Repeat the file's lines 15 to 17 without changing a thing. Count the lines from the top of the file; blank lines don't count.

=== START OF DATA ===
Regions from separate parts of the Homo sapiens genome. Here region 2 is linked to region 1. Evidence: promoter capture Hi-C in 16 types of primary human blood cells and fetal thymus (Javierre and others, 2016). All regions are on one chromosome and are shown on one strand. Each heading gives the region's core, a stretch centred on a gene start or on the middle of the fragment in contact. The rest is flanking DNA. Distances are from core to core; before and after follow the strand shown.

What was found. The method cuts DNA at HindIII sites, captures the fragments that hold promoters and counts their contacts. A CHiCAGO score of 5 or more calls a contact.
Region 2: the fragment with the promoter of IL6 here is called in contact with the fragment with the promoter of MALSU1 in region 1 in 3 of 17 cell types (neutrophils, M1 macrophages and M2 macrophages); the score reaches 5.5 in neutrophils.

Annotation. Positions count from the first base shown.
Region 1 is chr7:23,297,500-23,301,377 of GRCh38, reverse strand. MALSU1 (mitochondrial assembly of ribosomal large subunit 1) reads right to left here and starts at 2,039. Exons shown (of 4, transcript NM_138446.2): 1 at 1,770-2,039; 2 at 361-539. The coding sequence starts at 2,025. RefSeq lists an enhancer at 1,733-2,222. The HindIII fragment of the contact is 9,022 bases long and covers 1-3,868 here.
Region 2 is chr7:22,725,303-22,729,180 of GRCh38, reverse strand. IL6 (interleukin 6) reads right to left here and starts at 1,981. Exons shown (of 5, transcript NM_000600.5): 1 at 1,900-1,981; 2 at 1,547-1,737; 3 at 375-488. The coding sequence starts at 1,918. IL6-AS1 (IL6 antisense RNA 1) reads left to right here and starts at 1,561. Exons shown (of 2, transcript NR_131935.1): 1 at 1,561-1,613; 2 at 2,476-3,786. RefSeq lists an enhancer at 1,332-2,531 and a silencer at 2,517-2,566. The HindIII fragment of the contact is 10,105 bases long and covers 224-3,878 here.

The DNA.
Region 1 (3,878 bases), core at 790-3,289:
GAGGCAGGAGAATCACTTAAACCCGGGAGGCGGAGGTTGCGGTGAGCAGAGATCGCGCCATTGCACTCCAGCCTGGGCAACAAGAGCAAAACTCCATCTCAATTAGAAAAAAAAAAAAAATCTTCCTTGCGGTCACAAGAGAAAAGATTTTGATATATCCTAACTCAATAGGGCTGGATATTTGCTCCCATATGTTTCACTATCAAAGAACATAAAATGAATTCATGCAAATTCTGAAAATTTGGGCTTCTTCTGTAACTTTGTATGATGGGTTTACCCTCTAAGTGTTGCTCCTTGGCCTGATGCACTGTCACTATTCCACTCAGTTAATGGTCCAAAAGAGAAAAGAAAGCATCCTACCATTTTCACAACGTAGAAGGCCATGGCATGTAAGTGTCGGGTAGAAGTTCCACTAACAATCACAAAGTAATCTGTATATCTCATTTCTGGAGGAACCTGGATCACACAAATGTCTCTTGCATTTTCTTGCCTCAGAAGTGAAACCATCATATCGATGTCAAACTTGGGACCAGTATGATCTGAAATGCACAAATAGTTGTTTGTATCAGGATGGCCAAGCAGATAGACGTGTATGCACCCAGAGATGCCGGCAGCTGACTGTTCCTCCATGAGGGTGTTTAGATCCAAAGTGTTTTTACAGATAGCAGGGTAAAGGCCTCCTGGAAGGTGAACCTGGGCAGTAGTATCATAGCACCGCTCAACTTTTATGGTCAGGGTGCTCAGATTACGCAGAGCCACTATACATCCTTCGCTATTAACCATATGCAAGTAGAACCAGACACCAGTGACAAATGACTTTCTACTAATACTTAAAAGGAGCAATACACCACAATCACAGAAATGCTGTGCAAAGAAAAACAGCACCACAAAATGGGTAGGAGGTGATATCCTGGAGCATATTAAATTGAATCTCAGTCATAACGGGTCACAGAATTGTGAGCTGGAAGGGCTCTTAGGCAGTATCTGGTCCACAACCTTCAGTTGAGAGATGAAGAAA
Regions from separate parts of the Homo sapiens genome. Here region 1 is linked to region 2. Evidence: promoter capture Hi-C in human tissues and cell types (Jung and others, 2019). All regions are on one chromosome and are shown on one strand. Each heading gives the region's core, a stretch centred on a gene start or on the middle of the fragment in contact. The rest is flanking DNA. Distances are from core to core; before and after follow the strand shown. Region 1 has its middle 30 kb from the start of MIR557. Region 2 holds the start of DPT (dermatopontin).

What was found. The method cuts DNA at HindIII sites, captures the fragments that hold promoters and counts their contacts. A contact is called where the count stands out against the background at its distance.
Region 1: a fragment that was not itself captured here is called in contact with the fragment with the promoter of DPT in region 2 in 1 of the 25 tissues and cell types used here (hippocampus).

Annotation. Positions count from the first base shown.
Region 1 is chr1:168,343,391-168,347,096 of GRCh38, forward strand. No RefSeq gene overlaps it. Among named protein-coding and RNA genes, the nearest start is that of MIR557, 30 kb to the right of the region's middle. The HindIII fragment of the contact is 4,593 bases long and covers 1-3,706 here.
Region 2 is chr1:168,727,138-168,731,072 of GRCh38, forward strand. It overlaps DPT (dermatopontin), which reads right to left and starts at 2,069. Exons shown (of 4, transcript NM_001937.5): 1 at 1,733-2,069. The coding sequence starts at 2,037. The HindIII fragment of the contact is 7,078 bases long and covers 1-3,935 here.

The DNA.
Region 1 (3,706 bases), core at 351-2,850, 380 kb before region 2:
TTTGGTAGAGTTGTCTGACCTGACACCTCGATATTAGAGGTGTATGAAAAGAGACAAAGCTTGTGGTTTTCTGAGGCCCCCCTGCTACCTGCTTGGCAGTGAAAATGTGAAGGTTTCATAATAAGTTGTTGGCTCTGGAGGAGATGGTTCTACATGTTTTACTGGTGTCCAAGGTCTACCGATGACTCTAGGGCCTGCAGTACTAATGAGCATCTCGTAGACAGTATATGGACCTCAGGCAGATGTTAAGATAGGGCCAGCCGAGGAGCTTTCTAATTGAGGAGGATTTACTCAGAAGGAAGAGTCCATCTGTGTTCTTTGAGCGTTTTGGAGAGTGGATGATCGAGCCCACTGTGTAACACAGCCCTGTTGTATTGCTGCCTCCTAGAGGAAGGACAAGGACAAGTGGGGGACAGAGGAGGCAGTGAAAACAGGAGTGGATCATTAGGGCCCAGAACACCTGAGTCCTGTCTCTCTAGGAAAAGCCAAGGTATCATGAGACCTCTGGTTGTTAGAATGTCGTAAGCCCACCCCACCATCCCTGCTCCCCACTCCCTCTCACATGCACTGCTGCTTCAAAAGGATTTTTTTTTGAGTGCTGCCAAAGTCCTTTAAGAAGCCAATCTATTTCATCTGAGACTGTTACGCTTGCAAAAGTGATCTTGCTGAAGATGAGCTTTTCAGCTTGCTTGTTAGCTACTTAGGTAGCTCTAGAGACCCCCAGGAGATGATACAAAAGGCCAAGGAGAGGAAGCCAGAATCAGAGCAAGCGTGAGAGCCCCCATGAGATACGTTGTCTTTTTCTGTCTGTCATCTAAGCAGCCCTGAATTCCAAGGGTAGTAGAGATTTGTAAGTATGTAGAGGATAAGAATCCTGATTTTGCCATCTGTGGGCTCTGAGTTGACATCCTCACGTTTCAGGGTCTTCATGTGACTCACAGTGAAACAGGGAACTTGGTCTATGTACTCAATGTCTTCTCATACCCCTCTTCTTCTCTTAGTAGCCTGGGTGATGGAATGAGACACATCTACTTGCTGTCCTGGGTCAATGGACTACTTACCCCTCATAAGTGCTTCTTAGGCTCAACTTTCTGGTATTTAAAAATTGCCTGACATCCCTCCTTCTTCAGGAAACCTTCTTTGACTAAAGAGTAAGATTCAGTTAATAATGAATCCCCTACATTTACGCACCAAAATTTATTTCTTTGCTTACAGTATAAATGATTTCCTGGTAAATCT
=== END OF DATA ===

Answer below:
Region 2 is chr1:168,727,138-168,731,072 of GRCh38, forward strand. It overlaps DPT (dermatopontin), which reads right to left and starts at 2,069. Exons shown (of 4, transcript NM_001937.5): 1 at 1,733-2,069. The coding sequence starts at 2,037. The HindIII fragment of the contact is 7,078 bases long and covers 1-3,935 here.

The DNA.
Region 1 (3,706 bases), core at 351-2,850, 380 kb before region 2: